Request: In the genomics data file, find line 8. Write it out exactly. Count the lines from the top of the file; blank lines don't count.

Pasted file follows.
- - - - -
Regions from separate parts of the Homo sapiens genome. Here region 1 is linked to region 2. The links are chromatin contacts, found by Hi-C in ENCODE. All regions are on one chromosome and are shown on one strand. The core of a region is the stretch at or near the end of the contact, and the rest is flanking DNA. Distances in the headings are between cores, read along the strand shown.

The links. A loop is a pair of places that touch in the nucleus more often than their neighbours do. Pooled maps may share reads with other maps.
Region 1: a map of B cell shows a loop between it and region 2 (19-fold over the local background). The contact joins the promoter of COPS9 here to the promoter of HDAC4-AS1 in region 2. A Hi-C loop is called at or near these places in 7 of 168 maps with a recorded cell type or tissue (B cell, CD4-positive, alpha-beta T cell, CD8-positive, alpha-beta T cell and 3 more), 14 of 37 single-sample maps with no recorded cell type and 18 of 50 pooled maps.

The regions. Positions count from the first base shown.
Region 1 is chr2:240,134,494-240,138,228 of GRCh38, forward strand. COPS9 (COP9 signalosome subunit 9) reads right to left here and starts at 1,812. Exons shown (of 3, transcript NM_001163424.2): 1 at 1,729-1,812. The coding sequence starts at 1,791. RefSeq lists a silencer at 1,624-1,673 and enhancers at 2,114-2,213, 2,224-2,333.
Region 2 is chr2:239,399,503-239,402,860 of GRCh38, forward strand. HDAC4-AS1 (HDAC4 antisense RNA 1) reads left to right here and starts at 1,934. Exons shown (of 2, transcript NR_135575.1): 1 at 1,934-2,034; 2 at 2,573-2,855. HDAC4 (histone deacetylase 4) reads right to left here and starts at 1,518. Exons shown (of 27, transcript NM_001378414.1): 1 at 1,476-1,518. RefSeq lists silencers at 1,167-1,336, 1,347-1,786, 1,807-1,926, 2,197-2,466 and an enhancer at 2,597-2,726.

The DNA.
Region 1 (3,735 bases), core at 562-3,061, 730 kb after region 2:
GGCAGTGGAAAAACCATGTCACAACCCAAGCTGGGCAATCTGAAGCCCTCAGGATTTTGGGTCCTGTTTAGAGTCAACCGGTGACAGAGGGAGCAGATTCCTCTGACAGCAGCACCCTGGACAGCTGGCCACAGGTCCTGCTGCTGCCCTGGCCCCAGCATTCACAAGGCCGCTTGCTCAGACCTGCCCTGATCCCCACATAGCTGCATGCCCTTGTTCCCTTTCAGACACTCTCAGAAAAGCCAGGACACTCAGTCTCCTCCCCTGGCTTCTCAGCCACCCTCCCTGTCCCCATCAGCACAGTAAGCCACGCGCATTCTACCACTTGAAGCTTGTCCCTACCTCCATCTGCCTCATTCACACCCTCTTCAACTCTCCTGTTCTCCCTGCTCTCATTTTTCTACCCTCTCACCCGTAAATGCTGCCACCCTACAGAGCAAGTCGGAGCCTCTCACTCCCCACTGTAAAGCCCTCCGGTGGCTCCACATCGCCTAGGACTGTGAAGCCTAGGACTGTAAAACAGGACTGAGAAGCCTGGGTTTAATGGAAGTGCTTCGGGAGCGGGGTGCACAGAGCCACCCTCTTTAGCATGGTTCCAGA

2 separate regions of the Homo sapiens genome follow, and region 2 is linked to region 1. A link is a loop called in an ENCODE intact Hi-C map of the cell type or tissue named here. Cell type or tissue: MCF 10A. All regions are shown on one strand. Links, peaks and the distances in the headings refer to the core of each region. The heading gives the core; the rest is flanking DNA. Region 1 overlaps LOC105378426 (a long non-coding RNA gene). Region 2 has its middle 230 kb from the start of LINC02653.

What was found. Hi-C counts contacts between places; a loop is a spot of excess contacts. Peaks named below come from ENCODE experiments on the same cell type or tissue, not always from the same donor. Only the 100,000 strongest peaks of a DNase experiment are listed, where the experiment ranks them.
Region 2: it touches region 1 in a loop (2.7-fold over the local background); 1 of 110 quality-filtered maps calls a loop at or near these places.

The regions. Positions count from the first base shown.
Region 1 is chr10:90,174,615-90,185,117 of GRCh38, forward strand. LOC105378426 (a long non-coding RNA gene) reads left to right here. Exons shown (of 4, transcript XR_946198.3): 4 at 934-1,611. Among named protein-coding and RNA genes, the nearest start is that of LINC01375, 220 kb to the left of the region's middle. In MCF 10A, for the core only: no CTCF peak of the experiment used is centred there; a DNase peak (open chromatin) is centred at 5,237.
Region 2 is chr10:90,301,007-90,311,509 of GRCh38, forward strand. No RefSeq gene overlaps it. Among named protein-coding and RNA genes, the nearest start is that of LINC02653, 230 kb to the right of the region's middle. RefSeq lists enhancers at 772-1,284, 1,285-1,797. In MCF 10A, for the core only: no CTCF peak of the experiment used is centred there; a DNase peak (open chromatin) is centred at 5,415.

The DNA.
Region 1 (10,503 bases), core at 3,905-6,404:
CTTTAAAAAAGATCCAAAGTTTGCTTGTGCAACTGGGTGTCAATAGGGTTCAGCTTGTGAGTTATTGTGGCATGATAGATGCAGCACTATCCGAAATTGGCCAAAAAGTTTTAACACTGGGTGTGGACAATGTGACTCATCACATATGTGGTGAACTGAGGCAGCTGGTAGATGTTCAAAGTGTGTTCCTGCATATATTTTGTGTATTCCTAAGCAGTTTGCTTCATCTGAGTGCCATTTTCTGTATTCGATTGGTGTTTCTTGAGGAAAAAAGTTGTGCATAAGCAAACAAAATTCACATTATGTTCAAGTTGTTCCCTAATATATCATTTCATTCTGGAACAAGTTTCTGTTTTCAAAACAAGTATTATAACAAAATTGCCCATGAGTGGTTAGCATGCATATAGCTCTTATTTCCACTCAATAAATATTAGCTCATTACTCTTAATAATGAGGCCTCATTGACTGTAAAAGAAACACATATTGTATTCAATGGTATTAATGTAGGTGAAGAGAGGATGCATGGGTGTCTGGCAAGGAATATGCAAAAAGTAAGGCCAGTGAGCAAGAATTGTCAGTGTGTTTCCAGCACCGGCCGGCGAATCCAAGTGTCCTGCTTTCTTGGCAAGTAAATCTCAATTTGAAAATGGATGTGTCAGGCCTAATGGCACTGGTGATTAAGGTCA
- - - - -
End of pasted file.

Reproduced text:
Region 1 (3,735 bases), core at 562-3,061, 730 kb after region 2: